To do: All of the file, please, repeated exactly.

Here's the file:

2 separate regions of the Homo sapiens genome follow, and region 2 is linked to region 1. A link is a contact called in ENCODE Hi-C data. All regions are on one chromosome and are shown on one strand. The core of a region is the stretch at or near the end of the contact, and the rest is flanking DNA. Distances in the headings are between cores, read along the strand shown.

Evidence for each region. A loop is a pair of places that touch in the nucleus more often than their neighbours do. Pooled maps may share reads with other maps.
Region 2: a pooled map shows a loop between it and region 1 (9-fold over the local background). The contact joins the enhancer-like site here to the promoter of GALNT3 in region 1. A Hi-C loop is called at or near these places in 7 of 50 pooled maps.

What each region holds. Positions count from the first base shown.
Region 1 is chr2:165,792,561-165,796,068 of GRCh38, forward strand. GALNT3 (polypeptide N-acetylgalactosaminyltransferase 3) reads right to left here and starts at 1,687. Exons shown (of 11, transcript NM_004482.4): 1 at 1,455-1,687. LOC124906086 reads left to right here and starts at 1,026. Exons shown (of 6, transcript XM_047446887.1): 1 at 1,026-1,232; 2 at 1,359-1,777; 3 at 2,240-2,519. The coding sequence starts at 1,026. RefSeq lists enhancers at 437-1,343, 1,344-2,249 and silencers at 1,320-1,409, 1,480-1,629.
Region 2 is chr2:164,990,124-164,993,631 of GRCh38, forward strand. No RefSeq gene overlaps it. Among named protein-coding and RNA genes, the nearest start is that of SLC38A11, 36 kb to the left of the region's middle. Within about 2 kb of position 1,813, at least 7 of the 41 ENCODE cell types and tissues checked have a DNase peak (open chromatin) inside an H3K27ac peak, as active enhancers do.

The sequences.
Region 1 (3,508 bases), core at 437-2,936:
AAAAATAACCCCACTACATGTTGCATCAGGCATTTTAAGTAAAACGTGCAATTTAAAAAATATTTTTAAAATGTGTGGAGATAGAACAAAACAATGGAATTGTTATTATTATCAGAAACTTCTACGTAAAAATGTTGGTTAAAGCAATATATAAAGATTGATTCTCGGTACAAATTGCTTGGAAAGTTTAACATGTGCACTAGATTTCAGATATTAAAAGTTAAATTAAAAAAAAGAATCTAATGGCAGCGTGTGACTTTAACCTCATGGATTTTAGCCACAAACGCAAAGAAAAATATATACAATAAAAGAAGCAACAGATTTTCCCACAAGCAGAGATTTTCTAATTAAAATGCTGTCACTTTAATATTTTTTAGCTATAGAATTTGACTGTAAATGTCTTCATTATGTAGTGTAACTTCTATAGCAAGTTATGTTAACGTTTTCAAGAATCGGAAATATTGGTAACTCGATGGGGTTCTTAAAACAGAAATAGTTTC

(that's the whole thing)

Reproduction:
2 separate regions of the Homo sapiens genome follow, and region 2 is linked to region 1. A link is a contact called in ENCODE Hi-C data. All regions are on one chromosome and are shown on one strand. The core of a region is the stretch at or near the end of the contact, and the rest is flanking DNA. Distances in the headings are between cores, read along the strand shown.

Evidence for each region. A loop is a pair of places that touch in the nucleus more often than their neighbours do. Pooled maps may share reads with other maps.
Region 2: a pooled map shows a loop between it and region 1 (9-fold over the local background). The contact joins the enhancer-like site here to the promoter of GALNT3 in region 1. A Hi-C loop is called at or near these places in 7 of 50 pooled maps.

What each region holds. Positions count from the first base shown.
Region 1 is chr2:165,792,561-165,796,068 of GRCh38, forward strand. GALNT3 (polypeptide N-acetylgalactosaminyltransferase 3) reads right to left here and starts at 1,687. Exons shown (of 11, transcript NM_004482.4): 1 at 1,455-1,687. LOC124906086 reads left to right here and starts at 1,026. Exons shown (of 6, transcript XM_047446887.1): 1 at 1,026-1,232; 2 at 1,359-1,777; 3 at 2,240-2,519. The coding sequence starts at 1,026. RefSeq lists enhancers at 437-1,343, 1,344-2,249 and silencers at 1,320-1,409, 1,480-1,629.
Region 2 is chr2:164,990,124-164,993,631 of GRCh38, forward strand. No RefSeq gene overlaps it. Among named protein-coding and RNA genes, the nearest start is that of SLC38A11, 36 kb to the left of the region's middle. Within about 2 kb of position 1,813, at least 7 of the 41 ENCODE cell types and tissues checked have a DNase peak (open chromatin) inside an H3K27ac peak, as active enhancers do.

The sequences.
Region 1 (3,508 bases), core at 437-2,936:
AAAAATAACCCCACTACATGTTGCATCAGGCATTTTAAGTAAAACGTGCAATTTAAAAAATATTTTTAAAATGTGTGGAGATAGAACAAAACAATGGAATTGTTATTATTATCAGAAACTTCTACGTAAAAATGTTGGTTAAAGCAATATATAAAGATTGATTCTCGGTACAAATTGCTTGGAAAGTTTAACATGTGCACTAGATTTCAGATATTAAAAGTTAAATTAAAAAAAAGAATCTAATGGCAGCGTGTGACTTTAACCTCATGGATTTTAGCCACAAACGCAAAGAAAAATATATACAATAAAAGAAGCAACAGATTTTCCCACAAGCAGAGATTTTCTAATTAAAATGCTGTCACTTTAATATTTTTTAGCTATAGAATTTGACTGTAAATGTCTTCATTATGTAGTGTAACTTCTATAGCAAGTTATGTTAACGTTTTCAAGAATCGGAAATATTGGTAACTCGATGGGGTTCTTAAAACAGAAATAGTTTC